Subsequent reports said that the lay witnesses - all executions are witnessed - gasped as they watched blood flow on to Allen Davis's shirt.
The authorities said the bleeding occurred after the man was dead, and they blamed blood-thinning drugs taken by Davis. Critics, however, said the voltage used to electrocute the man, who weighed 25 stone, might have been inadequate.
Concern was compounded by the fact that the 8 July execution was the first to be conducted with a new electric chair, introduced after an incident in 1997 when flames shot from the head of Pedro Medina as he was electrocuted. The incident led to international criticism of the electric chair, including an appeal from the Pope.
Florida is one of only four states that still use the electric chair as the sole method of execution. Of 38 states where the death penalty exists, most use lethal injections.
The latest incident prompted the Florida Supreme Court to postpone the execution of Thomas Provenzano, set for 9 July. Next month, the court is to hear arguments on whether the electric chair amounts to a "cruel and unusual punishment", which would make it unconstitutional.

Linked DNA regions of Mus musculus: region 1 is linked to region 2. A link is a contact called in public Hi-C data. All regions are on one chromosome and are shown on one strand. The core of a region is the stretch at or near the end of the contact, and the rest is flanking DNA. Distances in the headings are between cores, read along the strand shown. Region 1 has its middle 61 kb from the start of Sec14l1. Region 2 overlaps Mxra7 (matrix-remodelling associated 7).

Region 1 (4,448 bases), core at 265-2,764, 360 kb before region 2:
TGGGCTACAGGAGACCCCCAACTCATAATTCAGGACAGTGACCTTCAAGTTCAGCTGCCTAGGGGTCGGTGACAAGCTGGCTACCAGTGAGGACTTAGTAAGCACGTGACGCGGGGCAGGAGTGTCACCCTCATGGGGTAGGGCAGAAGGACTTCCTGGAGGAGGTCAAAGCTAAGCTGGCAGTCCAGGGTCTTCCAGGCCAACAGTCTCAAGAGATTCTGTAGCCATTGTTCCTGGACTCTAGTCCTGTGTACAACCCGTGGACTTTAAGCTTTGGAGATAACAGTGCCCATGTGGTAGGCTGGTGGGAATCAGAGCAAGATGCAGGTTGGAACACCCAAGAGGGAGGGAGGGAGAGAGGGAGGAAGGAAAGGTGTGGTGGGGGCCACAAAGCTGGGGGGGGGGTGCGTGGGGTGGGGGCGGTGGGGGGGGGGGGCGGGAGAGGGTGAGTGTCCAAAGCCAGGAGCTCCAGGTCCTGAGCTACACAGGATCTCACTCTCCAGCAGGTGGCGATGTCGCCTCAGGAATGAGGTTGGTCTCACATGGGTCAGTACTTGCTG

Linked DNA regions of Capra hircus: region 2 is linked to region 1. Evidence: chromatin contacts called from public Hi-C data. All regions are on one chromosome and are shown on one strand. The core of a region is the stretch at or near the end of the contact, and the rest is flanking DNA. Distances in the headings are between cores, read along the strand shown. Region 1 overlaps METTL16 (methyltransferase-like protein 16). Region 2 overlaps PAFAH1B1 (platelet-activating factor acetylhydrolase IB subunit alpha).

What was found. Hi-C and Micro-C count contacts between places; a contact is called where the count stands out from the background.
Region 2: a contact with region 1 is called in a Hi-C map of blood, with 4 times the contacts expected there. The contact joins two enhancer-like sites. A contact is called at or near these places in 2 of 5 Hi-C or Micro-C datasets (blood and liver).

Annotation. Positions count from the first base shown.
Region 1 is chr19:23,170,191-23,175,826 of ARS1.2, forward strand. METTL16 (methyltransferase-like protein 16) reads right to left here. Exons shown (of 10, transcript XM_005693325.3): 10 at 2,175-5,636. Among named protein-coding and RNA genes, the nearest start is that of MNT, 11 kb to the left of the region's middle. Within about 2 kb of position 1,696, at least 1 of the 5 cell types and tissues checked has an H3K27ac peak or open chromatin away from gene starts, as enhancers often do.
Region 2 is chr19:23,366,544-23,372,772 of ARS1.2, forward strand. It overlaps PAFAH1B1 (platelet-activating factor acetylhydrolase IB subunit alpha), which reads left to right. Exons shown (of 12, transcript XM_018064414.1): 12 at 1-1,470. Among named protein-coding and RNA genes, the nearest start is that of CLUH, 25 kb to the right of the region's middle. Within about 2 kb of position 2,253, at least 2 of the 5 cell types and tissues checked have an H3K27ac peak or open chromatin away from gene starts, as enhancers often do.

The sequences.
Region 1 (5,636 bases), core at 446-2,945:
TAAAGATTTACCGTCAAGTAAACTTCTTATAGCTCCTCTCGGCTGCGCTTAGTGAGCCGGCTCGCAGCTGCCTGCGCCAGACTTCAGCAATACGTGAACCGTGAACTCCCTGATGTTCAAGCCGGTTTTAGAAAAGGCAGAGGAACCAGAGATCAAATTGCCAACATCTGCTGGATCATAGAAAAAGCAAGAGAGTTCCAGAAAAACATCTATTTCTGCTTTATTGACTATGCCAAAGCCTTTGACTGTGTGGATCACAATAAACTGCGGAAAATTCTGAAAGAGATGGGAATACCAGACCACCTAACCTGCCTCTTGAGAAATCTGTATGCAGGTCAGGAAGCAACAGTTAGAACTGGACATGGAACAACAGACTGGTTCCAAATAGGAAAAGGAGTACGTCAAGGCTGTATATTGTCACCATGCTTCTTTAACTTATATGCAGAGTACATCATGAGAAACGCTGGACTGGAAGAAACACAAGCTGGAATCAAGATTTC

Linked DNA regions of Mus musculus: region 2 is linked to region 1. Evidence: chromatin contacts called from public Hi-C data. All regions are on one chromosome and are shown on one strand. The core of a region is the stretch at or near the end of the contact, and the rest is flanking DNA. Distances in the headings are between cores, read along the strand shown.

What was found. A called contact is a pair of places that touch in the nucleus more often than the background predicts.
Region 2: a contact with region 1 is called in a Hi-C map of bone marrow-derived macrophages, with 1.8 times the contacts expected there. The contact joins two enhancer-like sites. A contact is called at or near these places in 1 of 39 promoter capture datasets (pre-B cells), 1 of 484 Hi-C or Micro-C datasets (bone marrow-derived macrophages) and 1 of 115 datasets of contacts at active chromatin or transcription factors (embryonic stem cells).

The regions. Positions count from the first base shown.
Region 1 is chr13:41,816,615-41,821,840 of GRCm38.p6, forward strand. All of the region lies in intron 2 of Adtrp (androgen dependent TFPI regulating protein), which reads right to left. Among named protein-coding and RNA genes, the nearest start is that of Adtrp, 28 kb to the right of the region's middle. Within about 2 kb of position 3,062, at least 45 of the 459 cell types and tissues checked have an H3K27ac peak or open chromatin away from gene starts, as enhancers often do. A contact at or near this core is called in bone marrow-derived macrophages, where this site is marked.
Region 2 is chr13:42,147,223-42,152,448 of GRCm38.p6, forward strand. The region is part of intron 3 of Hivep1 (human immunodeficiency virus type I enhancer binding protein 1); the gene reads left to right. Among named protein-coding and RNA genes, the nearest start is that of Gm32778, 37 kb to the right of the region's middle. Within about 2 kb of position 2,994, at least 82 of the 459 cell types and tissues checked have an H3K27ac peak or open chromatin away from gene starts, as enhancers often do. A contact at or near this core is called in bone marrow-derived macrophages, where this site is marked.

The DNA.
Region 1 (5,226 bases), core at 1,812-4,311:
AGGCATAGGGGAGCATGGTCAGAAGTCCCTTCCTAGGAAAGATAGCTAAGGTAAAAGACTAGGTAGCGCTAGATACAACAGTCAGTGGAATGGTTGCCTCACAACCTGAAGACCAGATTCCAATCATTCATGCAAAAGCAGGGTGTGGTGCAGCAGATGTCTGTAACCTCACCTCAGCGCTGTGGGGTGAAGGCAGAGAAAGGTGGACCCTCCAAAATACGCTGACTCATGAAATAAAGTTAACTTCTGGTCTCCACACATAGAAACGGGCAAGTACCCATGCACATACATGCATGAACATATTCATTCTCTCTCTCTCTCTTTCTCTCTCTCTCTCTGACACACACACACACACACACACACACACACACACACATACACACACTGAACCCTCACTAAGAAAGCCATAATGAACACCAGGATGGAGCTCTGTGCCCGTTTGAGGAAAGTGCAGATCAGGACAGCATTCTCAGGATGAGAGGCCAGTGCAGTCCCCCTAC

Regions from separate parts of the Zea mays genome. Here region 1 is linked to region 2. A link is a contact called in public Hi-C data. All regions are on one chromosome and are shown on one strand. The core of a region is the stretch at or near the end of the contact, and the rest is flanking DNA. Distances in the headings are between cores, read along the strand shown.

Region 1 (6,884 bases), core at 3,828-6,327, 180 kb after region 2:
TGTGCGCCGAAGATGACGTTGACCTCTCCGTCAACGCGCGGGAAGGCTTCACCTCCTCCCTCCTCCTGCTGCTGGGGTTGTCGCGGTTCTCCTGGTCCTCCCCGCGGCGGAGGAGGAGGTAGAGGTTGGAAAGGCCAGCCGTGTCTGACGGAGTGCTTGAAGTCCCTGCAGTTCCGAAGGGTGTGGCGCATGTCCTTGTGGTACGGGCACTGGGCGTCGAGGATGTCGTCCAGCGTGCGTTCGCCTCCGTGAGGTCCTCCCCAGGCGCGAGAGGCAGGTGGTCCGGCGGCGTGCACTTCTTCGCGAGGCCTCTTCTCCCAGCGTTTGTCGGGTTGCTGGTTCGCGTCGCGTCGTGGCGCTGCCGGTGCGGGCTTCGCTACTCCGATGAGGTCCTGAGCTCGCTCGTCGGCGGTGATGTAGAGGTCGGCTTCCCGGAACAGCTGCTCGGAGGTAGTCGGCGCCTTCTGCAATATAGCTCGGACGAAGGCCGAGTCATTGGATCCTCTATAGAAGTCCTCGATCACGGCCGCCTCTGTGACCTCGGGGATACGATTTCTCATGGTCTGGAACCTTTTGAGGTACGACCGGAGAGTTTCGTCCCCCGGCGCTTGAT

After the Medina execution, the Supreme Court ruled that the chair was legal. Four of the seven judges, however, urged that Florida consider adopting lethal injections instead. Since then, three judges have retired. Two of them supported the electric chair.
Opponents of the death penalty insist changes to the method will not make execution more palatable. Florida has 375 prisoners on death row, but revokes more death sentences on appeal than any other state. Opponents of the death penalty fear a move to lethal injections could reduce support for their campaign, as injections raise fewer public concerns.Reuse content